Monday, August 9

“The Celtic Fringe” by Barrie Griffiths

Hi Lena,

“Wales” is indeed perfectly correct though the name for our country is actually ‘Old English’ and means “Foreigners”, which is a bit of a cheek really as we were here long before they arrived and drove us out of the land now called “England”!

We are (so we are told) together with the Irish, the Scots, and the Bretons of France, members of one of the oldest races to still survive in modern Europe. It was originally thought we were descendants of the Celts who occupied much of France and Switzerland and fought against the Romans in the early days of their rise to power. For this reason we are now known collectively as “The Celtic Fringe”, but our own legends and those of the Irish tended to indicate that we arrived in Britain by sea from the west. Modern research with DNA is now tending to confirm this, indicating that we came from northern Spain or Portugal.
Anne and I have ‘themed’ the part of our garden nearest to the house to reflect these early “Celts” who worshipped stone and water. Hence we have a couple of small pools with fountains and some standing stones (which are a common feature in our country). We decided against building a stone circle (like the one at Stonehenge), however! The two little statues represent Matholwg, a hero of Welsh legend and a young “Gwrach” (“witch”) with a baby dragon (out of sight) at her feet. The red dragon (“y ddraig goch”) is of course one of the emblems of our country and appears on our national flag.

The yellow flower at the front is known as the Welsh Poppy, and many people won’t have it in their gardens because it spreads itself everywhere. We love it however as it blooms from spring well into the summer. Anne keeps it in check by daily cutting off any dead flower heads and this has the added bonus of making it flower even more.

Hopefully I have not bored you with my brief history of “The Welsh”. Love and best wishes from us both,

Anne & Barrie

Sunday, August 8

A Soldier of the 71st

ARRIVAL at Cork - Correspondence with his brother -Sails for Portugal, with an expedition under Sir Arthur Wellesley - Battle of Roleia - Description of Vimeira - Battle of Vimeira
- Behaviour of the peasants after the battle.
It was on the 25th December 1807, after an absence of seventeen months from Britain, that I landed at the Cove of Cork in Ireland. A thrill of joy ran through my whole body, and prompted a fervid inward ejaculation to God, who had sustained me through so many dangers, and brought me to a place where I might hear if my parents had pardoned me, or if my misconduct had shortened the period of their lives. The uncertainty of this embittered all my thoughts, and gave additional weight to all my fatigues. How differently did the joy of our return act upon my fellow-soldiers! - to them it was a night of riot and dissipation. Immediately on our arrival, our regiment was marched to Middleton Barracks, where we remained one month; during which time I wrote to my father, and sent him the amount of the ten doubloons I had received from the good priest. In the course of post I received the following letter, enclosed in one from my brother. It had been returned to them by the post-office at the Isle of Wight.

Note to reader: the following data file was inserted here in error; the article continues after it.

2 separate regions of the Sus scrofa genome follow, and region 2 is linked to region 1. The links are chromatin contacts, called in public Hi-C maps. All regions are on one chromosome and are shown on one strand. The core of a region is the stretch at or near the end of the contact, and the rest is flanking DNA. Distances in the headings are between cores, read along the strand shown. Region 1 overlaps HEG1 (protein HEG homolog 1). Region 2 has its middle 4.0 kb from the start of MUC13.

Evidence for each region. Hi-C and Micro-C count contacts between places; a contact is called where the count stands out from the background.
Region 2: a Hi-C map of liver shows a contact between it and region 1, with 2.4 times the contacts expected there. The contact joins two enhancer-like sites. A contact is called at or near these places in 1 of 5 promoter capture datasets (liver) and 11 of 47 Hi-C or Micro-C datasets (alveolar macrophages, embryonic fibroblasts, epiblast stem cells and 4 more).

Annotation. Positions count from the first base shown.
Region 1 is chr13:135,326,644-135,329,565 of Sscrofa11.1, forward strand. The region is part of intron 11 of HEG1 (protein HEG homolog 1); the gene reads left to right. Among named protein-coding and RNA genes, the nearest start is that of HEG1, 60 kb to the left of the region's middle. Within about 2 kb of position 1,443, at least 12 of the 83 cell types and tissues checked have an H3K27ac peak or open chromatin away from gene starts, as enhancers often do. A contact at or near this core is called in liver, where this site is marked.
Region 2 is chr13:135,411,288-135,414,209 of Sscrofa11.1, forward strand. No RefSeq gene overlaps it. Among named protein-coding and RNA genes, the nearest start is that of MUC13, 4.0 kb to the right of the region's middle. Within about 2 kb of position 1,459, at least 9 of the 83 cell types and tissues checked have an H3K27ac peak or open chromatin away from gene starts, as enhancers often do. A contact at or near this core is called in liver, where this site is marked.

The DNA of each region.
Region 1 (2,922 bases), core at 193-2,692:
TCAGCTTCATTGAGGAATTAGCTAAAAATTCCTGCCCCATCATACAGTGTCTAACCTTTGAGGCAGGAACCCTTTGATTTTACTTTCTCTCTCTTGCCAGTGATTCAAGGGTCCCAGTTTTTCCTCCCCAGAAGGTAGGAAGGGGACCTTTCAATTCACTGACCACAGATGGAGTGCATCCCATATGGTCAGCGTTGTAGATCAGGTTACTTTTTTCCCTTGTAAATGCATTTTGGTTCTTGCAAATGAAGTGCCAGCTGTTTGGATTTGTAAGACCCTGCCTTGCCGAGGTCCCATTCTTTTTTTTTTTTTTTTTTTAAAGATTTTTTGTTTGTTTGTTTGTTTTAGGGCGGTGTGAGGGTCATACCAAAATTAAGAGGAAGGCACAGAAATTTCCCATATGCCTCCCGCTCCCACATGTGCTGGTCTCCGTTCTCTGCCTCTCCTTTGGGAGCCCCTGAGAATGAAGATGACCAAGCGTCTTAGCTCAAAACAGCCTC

"Edinburgh, 5th August, 1806.
"DEAR THOMAS, "We received your letter from the Isle of Wight, which gave us much pleasure. I do not mean to add to your sorrows by any reflection upon what is past, as you are now sensible of your former faults, and the cruelty of your desertion. Let it be a lesson to you in future. It had nearly been our deaths. Your mother, brothers, and myself, searched in every quarter that night you left us; but it pleased God we should not find you. Had we only known you were alive, we would have been happy. We praise God you are safe, and send you our forgivness and blessings. The money you have sent, we mean to assist to purchase your discharge, if you will leave the army and come to us again. You say you have made a vow to remain seven years. It was rash to do so, if you have vowed solemnly. Write us on receipt of this, that I may know what course to pursue. "YOUR LOVING PARENT."
"Edinburgh, 5th January 1808.